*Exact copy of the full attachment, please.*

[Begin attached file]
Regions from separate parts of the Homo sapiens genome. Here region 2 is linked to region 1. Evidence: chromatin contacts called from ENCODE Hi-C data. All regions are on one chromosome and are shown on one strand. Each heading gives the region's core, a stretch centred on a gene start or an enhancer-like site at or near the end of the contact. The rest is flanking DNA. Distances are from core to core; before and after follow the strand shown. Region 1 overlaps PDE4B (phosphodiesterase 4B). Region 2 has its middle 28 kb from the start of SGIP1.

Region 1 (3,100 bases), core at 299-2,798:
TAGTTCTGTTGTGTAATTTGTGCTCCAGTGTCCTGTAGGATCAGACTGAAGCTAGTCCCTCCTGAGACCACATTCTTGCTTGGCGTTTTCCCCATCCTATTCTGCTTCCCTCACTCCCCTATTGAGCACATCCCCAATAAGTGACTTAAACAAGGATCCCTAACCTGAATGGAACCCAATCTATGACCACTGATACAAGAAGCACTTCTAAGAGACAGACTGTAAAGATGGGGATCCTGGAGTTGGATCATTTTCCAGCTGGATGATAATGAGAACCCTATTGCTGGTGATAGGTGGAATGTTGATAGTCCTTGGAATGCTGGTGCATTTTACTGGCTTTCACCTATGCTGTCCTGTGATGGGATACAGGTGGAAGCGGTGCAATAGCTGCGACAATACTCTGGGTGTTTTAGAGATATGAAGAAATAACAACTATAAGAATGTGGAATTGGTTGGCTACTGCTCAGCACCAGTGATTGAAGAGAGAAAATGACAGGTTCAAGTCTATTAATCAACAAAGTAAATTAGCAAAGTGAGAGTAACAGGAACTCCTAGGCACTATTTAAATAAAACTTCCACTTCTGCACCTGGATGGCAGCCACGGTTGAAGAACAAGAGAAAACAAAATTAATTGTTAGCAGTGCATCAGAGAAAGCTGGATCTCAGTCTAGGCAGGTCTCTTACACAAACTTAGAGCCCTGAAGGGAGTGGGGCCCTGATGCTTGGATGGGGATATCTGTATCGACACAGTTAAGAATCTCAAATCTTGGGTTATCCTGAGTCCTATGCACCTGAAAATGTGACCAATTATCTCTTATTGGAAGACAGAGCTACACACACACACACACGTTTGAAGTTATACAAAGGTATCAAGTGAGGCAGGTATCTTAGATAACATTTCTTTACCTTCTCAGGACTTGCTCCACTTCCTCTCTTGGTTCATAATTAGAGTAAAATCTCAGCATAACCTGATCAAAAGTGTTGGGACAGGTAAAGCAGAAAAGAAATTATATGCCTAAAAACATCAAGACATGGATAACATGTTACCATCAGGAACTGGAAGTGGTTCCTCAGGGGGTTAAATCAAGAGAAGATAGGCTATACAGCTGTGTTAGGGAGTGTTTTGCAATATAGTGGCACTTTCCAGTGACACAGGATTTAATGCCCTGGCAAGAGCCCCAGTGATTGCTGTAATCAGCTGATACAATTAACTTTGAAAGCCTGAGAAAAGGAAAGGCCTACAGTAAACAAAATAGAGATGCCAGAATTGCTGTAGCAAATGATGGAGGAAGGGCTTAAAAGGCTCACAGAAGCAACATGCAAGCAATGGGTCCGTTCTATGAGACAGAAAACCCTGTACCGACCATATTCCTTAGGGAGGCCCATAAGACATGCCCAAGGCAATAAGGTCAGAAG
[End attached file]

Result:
Regions from separate parts of the Homo sapiens genome. Here region 2 is linked to region 1. Evidence: chromatin contacts called from ENCODE Hi-C data. All regions are on one chromosome and are shown on one strand. Each heading gives the region's core, a stretch centred on a gene start or an enhancer-like site at or near the end of the contact. The rest is flanking DNA. Distances are from core to core; before and after follow the strand shown. Region 1 overlaps PDE4B (phosphodiesterase 4B). Region 2 has its middle 28 kb from the start of SGIP1.

Region 1 (3,100 bases), core at 299-2,798:
TAGTTCTGTTGTGTAATTTGTGCTCCAGTGTCCTGTAGGATCAGACTGAAGCTAGTCCCTCCTGAGACCACATTCTTGCTTGGCGTTTTCCCCATCCTATTCTGCTTCCCTCACTCCCCTATTGAGCACATCCCCAATAAGTGACTTAAACAAGGATCCCTAACCTGAATGGAACCCAATCTATGACCACTGATACAAGAAGCACTTCTAAGAGACAGACTGTAAAGATGGGGATCCTGGAGTTGGATCATTTTCCAGCTGGATGATAATGAGAACCCTATTGCTGGTGATAGGTGGAATGTTGATAGTCCTTGGAATGCTGGTGCATTTTACTGGCTTTCACCTATGCTGTCCTGTGATGGGATACAGGTGGAAGCGGTGCAATAGCTGCGACAATACTCTGGGTGTTTTAGAGATATGAAGAAATAACAACTATAAGAATGTGGAATTGGTTGGCTACTGCTCAGCACCAGTGATTGAAGAGAGAAAATGACAGGTTCAAGTCTATTAATCAACAAAGTAAATTAGCAAAGTGAGAGTAACAGGAACTCCTAGGCACTATTTAAATAAAACTTCCACTTCTGCACCTGGATGGCAGCCACGGTTGAAGAACAAGAGAAAACAAAATTAATTGTTAGCAGTGCATCAGAGAAAGCTGGATCTCAGTCTAGGCAGGTCTCTTACACAAACTTAGAGCCCTGAAGGGAGTGGGGCCCTGATGCTTGGATGGGGATATCTGTATCGACACAGTTAAGAATCTCAAATCTTGGGTTATCCTGAGTCCTATGCACCTGAAAATGTGACCAATTATCTCTTATTGGAAGACAGAGCTACACACACACACACACGTTTGAAGTTATACAAAGGTATCAAGTGAGGCAGGTATCTTAGATAACATTTCTTTACCTTCTCAGGACTTGCTCCACTTCCTCTCTTGGTTCATAATTAGAGTAAAATCTCAGCATAACCTGATCAAAAGTGTTGGGACAGGTAAAGCAGAAAAGAAATTATATGCCTAAAAACATCAAGACATGGATAACATGTTACCATCAGGAACTGGAAGTGGTTCCTCAGGGGGTTAAATCAAGAGAAGATAGGCTATACAGCTGTGTTAGGGAGTGTTTTGCAATATAGTGGCACTTTCCAGTGACACAGGATTTAATGCCCTGGCAAGAGCCCCAGTGATTGCTGTAATCAGCTGATACAATTAACTTTGAAAGCCTGAGAAAAGGAAAGGCCTACAGTAAACAAAATAGAGATGCCAGAATTGCTGTAGCAAATGATGGAGGAAGGGCTTAAAAGGCTCACAGAAGCAACATGCAAGCAATGGGTCCGTTCTATGAGACAGAAAACCCTGTACCGACCATATTCCTTAGGGAGGCCCATAAGACATGCCCAAGGCAATAAGGTCAGAAG